I don’t think that my definition of graphic design has changed so far in this course. I do think that the course has altered my process of design and how I think about design – such as encouraging me to think more in processes, using tools like concept maps and looking at relationships between topics, and to do more research.
My original definition was:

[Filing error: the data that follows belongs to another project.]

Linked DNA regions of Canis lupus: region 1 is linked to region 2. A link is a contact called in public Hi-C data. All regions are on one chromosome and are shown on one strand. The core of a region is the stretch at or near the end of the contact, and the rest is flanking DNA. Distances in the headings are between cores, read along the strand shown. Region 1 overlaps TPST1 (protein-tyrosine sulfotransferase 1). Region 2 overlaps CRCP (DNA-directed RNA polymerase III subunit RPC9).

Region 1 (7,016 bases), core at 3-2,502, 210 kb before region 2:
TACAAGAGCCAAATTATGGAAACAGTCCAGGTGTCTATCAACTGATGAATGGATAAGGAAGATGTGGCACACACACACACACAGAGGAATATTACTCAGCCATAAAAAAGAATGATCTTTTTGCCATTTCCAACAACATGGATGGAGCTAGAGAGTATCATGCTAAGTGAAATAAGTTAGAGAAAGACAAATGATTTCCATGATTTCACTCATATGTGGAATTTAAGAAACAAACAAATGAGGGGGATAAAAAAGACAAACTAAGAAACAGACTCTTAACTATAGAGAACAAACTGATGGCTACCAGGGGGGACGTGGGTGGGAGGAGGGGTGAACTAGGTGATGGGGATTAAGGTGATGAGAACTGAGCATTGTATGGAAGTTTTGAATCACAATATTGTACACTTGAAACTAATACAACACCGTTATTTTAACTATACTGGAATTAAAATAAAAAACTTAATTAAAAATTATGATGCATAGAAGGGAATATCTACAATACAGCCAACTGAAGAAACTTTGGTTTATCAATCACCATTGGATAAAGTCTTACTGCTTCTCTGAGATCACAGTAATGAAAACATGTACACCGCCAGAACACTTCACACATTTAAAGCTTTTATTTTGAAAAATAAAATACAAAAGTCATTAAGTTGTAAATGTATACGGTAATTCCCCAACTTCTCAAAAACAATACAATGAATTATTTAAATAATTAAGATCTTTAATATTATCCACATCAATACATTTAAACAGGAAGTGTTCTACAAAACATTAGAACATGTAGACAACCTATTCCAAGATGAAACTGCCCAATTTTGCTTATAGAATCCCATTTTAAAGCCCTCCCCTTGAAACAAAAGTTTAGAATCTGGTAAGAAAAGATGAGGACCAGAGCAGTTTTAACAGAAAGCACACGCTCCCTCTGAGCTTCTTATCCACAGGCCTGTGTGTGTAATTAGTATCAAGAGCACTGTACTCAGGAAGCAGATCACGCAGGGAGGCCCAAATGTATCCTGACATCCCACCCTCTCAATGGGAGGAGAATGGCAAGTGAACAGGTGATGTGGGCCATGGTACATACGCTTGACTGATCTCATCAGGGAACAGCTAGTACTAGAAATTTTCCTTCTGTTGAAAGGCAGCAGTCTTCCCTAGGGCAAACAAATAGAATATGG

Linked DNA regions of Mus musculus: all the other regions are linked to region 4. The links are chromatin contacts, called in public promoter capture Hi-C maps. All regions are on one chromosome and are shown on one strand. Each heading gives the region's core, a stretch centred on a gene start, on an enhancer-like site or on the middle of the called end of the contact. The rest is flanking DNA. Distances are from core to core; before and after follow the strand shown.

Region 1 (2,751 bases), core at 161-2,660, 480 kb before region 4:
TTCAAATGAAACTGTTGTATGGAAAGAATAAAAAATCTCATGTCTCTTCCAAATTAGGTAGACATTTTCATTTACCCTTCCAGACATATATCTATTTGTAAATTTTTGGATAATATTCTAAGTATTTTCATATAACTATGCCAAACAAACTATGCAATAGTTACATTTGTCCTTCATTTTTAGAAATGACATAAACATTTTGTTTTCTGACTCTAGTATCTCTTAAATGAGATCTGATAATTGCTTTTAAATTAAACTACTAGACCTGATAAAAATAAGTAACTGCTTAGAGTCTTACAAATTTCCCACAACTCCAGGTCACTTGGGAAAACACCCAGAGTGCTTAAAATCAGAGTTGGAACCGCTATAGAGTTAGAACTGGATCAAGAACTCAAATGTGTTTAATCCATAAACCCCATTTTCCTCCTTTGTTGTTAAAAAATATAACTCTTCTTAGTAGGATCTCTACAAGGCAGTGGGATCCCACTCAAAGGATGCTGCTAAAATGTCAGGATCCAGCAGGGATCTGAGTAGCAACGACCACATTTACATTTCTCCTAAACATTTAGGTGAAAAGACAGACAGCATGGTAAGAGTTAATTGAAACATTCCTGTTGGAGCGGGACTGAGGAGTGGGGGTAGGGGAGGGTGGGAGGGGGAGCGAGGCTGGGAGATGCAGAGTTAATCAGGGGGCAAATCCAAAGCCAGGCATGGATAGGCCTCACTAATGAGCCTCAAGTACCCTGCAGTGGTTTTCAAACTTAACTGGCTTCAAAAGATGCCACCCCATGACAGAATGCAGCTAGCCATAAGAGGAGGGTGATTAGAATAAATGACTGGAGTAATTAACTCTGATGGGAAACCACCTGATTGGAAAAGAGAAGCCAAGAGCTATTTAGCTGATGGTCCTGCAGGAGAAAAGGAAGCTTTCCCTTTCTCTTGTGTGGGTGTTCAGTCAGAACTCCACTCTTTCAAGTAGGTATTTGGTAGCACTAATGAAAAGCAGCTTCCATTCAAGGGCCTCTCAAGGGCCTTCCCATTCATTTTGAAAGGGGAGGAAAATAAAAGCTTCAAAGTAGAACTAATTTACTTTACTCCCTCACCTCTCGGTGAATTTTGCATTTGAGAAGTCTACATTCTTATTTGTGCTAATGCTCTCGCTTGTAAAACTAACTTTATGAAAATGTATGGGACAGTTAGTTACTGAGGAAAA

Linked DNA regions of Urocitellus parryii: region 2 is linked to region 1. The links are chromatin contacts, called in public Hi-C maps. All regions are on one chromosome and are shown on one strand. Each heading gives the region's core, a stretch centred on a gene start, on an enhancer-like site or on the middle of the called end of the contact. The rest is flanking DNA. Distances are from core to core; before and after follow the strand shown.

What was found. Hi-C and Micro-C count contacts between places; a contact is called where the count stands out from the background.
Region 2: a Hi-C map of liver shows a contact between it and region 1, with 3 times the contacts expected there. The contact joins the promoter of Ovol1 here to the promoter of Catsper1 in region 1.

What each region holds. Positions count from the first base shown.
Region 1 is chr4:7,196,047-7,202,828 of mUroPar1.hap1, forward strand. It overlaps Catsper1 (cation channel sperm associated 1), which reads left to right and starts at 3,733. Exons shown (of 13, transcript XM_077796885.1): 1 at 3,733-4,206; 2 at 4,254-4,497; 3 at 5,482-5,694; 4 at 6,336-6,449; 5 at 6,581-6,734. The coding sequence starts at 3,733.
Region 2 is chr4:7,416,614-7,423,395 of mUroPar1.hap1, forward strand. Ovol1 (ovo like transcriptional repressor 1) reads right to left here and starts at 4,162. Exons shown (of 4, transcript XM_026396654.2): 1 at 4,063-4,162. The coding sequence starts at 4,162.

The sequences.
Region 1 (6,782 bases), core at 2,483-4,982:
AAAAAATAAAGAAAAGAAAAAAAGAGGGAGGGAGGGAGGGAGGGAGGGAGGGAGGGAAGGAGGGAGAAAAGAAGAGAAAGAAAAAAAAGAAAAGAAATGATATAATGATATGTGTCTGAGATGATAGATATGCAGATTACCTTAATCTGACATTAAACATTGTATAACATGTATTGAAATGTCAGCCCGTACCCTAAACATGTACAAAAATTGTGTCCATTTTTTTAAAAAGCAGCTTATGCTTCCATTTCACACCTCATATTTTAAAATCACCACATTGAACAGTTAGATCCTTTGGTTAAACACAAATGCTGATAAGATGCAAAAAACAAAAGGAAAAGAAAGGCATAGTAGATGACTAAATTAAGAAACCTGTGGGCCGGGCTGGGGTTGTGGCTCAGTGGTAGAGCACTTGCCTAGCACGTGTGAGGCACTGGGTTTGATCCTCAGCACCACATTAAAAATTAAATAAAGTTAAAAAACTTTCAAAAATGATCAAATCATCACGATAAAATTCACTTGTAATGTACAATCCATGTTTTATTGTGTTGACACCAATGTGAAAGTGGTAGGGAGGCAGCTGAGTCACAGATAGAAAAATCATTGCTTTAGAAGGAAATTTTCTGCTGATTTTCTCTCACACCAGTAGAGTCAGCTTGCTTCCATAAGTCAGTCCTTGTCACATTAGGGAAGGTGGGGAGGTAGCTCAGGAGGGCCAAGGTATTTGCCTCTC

Graphic design is a type of creative problem solving. There is a need or a problem that needs to be solved. The issue and surrounding appropriate areas that may include similar problems or products, audiences, and best practices are researched. Then, through creative and/or systematic processes ideas are obtained on how to solve the problem. Not only are ideas formed, but also as designers we want to find the most effective ways to solve the problem. Through the process there may be several people involved making decisions. Not only are designers creating but also there are managers, clients, etc. who in addition to the research may drive decisions and final outcomes. Different mediums, shapes, fonts, words, colors, etc. can be used to conclude the final project and outcome. At times these problems can be solved with simple solutions but I think that the most interesting and effective solutions come from a creative process of thinking out side of the box. For me it helps to have others to brainstorm with or to have time set aside specifically to brainstorm ideas of how to reach a creative outcome. I believe that this should be part of the design process. I began as a designer only thinking that we made things look pretty and had only the end product in mind. As I’ve taken classes at SCAD it has taught me that the process of design is just as if not more important than the end result and product. Graphic design is not only the product but the overall experience of problem solving from problem to solution.